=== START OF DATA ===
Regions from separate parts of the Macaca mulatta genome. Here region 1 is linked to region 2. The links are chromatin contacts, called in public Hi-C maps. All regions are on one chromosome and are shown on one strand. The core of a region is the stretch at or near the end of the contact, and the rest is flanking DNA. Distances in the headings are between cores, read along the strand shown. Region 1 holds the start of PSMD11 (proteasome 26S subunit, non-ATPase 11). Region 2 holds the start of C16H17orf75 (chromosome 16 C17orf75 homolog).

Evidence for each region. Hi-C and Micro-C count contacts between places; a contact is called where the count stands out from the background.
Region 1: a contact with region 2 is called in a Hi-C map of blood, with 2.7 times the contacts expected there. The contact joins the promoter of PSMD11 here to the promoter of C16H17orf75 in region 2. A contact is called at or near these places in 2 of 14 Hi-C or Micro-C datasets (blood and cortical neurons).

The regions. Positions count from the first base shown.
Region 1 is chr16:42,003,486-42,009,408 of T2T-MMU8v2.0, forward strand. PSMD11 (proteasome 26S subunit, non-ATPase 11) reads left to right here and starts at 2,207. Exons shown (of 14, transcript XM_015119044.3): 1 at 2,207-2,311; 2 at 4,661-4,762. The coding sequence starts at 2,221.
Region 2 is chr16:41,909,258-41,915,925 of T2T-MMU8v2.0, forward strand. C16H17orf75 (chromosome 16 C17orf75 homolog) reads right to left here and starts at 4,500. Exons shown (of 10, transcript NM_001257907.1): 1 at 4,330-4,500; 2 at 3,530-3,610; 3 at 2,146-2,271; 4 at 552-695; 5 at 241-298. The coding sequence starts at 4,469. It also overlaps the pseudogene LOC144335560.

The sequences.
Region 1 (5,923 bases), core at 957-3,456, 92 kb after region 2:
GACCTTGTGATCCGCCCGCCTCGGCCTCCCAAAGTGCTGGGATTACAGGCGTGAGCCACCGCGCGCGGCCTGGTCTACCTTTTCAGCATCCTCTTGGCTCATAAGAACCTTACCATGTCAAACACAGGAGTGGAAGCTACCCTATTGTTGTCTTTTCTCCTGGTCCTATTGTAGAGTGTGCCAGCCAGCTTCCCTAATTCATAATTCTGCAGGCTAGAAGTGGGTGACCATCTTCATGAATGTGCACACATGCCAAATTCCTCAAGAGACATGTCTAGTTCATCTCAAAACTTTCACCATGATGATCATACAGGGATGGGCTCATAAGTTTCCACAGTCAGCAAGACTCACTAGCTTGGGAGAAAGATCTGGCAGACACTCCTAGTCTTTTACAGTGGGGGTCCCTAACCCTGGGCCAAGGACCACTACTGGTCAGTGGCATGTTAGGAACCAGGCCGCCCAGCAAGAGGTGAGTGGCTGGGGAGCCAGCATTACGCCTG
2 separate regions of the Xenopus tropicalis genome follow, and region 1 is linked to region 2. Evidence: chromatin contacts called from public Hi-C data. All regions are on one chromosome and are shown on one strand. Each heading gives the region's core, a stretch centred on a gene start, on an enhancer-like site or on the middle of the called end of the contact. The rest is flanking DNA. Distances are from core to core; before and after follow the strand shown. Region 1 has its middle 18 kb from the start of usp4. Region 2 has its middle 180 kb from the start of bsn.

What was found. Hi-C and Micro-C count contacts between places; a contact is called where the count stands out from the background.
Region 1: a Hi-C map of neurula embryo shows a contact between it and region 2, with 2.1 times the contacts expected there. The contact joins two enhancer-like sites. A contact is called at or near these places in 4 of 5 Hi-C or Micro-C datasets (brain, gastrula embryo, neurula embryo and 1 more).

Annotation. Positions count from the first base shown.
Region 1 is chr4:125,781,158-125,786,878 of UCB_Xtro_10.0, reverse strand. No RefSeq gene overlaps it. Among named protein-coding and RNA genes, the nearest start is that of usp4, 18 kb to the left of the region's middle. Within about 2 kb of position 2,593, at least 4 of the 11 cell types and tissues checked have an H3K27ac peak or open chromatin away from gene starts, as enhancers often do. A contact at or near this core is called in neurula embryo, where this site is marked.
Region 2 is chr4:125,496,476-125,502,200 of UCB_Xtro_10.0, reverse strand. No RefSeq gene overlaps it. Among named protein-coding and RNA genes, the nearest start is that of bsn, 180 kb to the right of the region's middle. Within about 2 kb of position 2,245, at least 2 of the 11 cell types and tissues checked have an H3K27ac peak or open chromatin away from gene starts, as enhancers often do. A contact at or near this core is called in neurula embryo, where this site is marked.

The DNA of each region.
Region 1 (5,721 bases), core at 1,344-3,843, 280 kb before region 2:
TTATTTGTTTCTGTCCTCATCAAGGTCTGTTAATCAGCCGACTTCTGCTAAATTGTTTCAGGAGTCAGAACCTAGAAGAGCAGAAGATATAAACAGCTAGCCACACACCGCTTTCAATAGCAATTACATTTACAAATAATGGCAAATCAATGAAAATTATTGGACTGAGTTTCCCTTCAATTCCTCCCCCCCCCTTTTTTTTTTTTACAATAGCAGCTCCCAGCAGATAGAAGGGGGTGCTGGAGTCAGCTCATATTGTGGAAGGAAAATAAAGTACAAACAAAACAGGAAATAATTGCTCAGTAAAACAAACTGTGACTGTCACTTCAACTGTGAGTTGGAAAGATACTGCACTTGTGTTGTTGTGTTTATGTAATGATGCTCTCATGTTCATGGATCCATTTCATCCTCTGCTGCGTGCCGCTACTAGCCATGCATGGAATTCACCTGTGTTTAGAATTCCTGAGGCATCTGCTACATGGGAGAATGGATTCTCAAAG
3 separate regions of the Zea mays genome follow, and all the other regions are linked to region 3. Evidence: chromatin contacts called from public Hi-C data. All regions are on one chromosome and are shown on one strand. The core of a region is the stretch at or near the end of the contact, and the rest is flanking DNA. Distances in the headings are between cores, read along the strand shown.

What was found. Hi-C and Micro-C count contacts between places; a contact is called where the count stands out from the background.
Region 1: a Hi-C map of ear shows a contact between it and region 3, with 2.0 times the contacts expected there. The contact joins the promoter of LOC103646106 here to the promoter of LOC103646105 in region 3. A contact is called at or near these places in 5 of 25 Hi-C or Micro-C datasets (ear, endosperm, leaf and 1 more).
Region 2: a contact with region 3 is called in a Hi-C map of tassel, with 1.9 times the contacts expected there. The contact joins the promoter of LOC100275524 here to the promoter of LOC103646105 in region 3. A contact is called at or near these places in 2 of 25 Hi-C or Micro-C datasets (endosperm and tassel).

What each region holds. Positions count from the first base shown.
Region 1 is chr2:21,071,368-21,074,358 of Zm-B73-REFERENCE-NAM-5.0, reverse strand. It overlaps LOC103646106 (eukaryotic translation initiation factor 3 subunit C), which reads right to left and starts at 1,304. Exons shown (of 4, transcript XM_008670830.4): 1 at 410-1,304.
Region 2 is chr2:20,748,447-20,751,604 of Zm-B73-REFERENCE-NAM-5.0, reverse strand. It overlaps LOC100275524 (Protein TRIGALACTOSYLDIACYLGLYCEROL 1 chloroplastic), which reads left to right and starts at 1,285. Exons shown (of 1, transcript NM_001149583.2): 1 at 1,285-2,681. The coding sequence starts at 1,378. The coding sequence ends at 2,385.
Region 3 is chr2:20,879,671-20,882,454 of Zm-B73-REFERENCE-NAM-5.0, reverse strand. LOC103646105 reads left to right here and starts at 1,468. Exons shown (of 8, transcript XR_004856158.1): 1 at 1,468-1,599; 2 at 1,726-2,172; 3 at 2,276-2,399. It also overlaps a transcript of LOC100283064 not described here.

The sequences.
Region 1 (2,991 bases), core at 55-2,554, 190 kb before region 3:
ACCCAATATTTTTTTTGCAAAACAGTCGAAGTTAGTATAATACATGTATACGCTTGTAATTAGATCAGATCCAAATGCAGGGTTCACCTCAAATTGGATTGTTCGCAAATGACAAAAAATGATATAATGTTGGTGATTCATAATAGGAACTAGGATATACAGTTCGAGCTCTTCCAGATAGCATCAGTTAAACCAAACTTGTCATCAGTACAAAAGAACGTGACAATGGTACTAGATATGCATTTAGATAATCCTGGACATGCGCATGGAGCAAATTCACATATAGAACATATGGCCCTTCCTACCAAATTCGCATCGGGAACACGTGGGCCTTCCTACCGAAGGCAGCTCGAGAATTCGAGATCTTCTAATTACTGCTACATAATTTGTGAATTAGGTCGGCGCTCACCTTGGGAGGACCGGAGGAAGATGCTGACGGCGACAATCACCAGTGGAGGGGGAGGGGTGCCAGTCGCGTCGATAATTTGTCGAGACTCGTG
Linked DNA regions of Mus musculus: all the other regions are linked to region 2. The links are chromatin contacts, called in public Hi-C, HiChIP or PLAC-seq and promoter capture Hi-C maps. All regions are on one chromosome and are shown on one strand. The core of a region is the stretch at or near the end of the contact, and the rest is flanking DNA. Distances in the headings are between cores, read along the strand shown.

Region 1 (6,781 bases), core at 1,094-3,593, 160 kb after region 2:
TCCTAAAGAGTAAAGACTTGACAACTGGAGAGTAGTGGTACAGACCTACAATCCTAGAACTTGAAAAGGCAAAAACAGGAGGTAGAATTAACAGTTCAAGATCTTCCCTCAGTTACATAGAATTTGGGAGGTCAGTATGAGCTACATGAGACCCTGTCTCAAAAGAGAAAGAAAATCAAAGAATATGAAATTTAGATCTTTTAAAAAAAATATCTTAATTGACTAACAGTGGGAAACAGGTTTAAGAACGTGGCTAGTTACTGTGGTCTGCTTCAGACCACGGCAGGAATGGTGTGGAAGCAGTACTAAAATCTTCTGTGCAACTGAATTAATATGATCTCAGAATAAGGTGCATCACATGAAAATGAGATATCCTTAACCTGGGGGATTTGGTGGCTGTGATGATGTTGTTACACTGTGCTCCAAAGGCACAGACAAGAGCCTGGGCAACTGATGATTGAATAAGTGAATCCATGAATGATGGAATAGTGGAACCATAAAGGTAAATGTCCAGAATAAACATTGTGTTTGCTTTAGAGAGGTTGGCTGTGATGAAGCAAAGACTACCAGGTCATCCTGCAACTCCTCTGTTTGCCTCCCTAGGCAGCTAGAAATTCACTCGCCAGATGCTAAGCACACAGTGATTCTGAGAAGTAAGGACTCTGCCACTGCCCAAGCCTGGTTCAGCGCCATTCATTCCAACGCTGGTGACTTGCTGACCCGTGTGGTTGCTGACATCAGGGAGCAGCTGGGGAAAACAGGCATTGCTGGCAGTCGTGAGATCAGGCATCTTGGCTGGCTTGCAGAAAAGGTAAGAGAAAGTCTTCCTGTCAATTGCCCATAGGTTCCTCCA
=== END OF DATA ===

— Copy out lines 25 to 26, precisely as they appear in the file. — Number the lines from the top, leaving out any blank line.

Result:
Region 2 is chr2:20,748,447-20,751,604 of Zm-B73-REFERENCE-NAM-5.0, reverse strand. It overlaps LOC100275524 (Protein TRIGALACTOSYLDIACYLGLYCEROL 1 chloroplastic), which reads left to right and starts at 1,285. Exons shown (of 1, transcript NM_001149583.2): 1 at 1,285-2,681. The coding sequence starts at 1,378. The coding sequence ends at 2,385.
Region 3 is chr2:20,879,671-20,882,454 of Zm-B73-REFERENCE-NAM-5.0, reverse strand. LOC103646105 reads left to right here and starts at 1,468. Exons shown (of 8, transcript XR_004856158.1): 1 at 1,468-1,599; 2 at 1,726-2,172; 3 at 2,276-2,399. It also overlaps a transcript of LOC100283064 not described here.